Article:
# Performance and degradation of solid oxide cells for steam electrolysis

Watton, James Peter William (2017). Performance and degradation of solid oxide cells for steam electrolysis. University of Birmingham. Ph.D.

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## Abstract

In this thesis testing of solid oxide cells in fuel cell and electrolysis operation have been performed. Attempts to fabricate fuel cells are described, equipment for testing solid oxide electrolysis cells has been constructed and the development process for this described.
Cells of a number of different types have been tested in which initial work was performed using microtubular cells. Work on the fabrication of planar solid oxide cells is described, anode supports were prepared by pellet pressing however the application of a suitably dense electrolyte was unsuccessful which resulted in a poor cell OCV.
The initial degradation of commercial solid oxide cells has been investigated. During cyclic testing at low current density the cells were found to degrade at twice the rate in electrolysis operation compared to fuel cell operation. This leads to the conclusion that the degradation observed in electrolysis is reversible and that there is a disconnect between the electrolysis and fuel cell degradation processes.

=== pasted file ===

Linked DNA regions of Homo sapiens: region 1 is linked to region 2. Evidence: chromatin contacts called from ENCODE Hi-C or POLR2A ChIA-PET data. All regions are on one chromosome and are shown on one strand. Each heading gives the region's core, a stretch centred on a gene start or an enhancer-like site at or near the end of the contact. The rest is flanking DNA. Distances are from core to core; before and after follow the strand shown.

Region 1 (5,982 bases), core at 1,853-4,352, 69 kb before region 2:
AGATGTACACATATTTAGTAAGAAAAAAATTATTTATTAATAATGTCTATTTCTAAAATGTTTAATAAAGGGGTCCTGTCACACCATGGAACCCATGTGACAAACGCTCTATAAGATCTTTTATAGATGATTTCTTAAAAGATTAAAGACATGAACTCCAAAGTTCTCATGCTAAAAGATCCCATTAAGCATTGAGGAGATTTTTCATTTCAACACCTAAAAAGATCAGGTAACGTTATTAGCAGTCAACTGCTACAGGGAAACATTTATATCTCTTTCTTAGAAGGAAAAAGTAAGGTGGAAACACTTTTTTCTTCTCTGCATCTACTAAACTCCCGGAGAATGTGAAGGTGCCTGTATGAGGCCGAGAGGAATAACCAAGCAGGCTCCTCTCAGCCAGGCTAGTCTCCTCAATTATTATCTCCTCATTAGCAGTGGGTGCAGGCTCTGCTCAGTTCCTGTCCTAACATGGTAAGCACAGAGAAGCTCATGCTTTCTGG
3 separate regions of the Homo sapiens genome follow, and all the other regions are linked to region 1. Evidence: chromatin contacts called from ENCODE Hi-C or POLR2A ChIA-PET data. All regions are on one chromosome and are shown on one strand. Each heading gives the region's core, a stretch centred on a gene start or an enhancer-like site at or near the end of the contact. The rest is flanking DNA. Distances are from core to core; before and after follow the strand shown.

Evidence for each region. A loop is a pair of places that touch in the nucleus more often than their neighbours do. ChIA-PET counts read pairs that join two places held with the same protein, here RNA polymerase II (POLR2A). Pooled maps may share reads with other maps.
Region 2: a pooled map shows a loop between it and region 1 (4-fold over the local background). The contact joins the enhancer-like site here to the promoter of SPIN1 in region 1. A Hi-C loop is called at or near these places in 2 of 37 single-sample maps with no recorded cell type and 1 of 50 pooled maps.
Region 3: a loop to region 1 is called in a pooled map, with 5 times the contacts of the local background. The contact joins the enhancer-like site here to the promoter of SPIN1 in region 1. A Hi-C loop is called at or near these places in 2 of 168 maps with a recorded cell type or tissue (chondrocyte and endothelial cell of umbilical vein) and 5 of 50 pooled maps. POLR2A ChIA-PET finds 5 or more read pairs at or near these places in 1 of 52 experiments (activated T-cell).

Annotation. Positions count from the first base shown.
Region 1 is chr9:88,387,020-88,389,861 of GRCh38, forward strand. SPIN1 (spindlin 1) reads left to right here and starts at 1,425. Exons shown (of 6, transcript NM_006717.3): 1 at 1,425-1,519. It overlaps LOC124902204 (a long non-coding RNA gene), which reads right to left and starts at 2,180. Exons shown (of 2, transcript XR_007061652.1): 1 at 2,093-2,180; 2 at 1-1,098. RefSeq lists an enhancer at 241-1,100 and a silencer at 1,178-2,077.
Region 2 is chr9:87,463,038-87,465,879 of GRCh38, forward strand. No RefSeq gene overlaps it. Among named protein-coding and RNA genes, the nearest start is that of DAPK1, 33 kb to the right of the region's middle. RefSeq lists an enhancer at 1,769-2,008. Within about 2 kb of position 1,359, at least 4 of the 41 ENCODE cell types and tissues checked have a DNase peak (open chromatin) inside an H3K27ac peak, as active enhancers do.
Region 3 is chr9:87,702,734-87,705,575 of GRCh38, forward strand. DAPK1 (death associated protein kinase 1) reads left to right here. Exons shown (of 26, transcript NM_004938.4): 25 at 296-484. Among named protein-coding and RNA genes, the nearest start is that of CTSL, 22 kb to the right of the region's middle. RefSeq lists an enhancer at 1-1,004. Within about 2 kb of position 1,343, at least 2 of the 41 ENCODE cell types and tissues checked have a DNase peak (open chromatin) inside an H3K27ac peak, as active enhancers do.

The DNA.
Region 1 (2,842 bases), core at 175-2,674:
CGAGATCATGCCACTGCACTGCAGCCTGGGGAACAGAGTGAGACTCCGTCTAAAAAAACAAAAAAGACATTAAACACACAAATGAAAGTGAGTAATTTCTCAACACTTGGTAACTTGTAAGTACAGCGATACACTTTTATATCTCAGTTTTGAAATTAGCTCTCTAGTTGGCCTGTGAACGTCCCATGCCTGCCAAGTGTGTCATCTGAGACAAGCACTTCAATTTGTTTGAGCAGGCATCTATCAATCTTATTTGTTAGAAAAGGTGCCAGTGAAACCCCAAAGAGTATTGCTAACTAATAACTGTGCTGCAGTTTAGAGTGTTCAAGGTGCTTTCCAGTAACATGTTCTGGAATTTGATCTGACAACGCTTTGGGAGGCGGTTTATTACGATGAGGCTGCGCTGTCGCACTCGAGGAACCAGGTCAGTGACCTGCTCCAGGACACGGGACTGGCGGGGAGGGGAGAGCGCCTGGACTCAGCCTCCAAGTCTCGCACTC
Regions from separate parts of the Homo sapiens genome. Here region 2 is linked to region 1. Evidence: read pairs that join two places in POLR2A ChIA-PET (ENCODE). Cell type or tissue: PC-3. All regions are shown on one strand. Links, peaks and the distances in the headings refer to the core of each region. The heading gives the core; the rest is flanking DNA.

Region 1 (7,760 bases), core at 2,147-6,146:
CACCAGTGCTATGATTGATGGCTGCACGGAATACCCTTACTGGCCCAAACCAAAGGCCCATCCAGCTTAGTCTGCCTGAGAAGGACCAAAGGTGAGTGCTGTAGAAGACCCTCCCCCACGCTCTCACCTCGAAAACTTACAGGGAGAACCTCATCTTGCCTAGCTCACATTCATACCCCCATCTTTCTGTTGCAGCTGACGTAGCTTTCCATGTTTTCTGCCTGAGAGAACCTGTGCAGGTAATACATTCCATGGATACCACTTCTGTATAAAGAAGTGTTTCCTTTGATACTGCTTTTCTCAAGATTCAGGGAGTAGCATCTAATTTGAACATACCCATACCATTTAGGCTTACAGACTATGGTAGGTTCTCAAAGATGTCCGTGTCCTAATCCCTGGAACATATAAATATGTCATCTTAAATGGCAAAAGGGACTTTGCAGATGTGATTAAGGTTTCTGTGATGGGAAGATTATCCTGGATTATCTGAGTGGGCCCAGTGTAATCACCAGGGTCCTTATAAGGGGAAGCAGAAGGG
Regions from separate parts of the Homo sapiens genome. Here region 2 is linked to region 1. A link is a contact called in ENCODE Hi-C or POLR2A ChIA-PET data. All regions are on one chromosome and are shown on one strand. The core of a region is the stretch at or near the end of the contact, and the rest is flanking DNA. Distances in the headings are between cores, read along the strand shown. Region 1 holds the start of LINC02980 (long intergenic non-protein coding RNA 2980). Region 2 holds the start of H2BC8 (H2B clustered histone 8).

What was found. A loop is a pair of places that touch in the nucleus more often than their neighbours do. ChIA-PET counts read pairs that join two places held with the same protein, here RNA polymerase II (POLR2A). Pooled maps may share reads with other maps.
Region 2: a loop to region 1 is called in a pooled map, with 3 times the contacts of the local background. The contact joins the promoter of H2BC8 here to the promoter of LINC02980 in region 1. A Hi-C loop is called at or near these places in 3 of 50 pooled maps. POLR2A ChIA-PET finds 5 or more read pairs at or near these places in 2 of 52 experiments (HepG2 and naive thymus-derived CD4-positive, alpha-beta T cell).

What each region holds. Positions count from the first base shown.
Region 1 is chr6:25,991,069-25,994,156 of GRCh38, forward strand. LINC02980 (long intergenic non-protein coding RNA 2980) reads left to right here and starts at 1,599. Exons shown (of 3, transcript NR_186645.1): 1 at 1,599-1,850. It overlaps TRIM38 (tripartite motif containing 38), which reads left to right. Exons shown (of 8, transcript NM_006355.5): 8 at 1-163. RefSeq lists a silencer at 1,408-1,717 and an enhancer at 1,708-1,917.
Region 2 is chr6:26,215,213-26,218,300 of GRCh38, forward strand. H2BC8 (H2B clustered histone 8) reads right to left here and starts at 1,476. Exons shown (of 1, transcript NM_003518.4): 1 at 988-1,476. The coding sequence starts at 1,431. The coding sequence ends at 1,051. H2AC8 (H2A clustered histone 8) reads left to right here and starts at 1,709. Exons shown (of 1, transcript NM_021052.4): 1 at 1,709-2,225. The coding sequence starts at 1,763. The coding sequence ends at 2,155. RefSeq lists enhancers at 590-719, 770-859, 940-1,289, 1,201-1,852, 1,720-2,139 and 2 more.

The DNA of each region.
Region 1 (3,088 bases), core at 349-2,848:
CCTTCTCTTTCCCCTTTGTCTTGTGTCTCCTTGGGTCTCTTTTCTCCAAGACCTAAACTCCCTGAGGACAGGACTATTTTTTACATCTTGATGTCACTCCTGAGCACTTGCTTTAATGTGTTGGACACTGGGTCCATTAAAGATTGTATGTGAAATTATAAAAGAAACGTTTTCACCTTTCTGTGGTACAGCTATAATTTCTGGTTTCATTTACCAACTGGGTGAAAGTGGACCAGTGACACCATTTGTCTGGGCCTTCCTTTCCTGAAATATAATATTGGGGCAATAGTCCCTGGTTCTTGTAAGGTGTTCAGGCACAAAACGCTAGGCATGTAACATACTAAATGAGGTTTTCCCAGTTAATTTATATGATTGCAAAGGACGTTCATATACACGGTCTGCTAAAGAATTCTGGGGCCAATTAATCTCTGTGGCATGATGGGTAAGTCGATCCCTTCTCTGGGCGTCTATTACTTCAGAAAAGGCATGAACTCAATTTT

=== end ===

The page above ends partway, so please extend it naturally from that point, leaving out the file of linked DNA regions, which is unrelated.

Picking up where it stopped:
During testing at different current densities the cells were found to undergo severe degradation when operated with very low water content supplied to the cells. The degradation was 512 mV kh$$^{−1}$$ at 2.5 vol% H2O and reduced to 45mV kh$$^{−1}$$ at 50 vol% H2O. Over the timescales investigated in this work and due to the reversible nature of the electrolysis degradation identifying a degradation mechanism was very difficult.

Type of Work: Thesis (Doctorates > Ph.D.)
Award Type: Doctorates > Ph.D.
Supervisor(s):
Supervisor(s)EmailORCID
Steinberger-Wilckens, RobertUNSPECIFIEDUNSPECIFIED
Dhir, AmanUNSPECIFIEDUNSPECIFIED
Licence:
College/Faculty: Colleges (2008 onwards) > College of Engineering & Physical Sciences
School or Department: School of Chemical Engineering
Funders: None/not applicable
Subjects: T Technology > TP Chemical technology
URI: http://etheses.bham.ac.uk/id/eprint/7396

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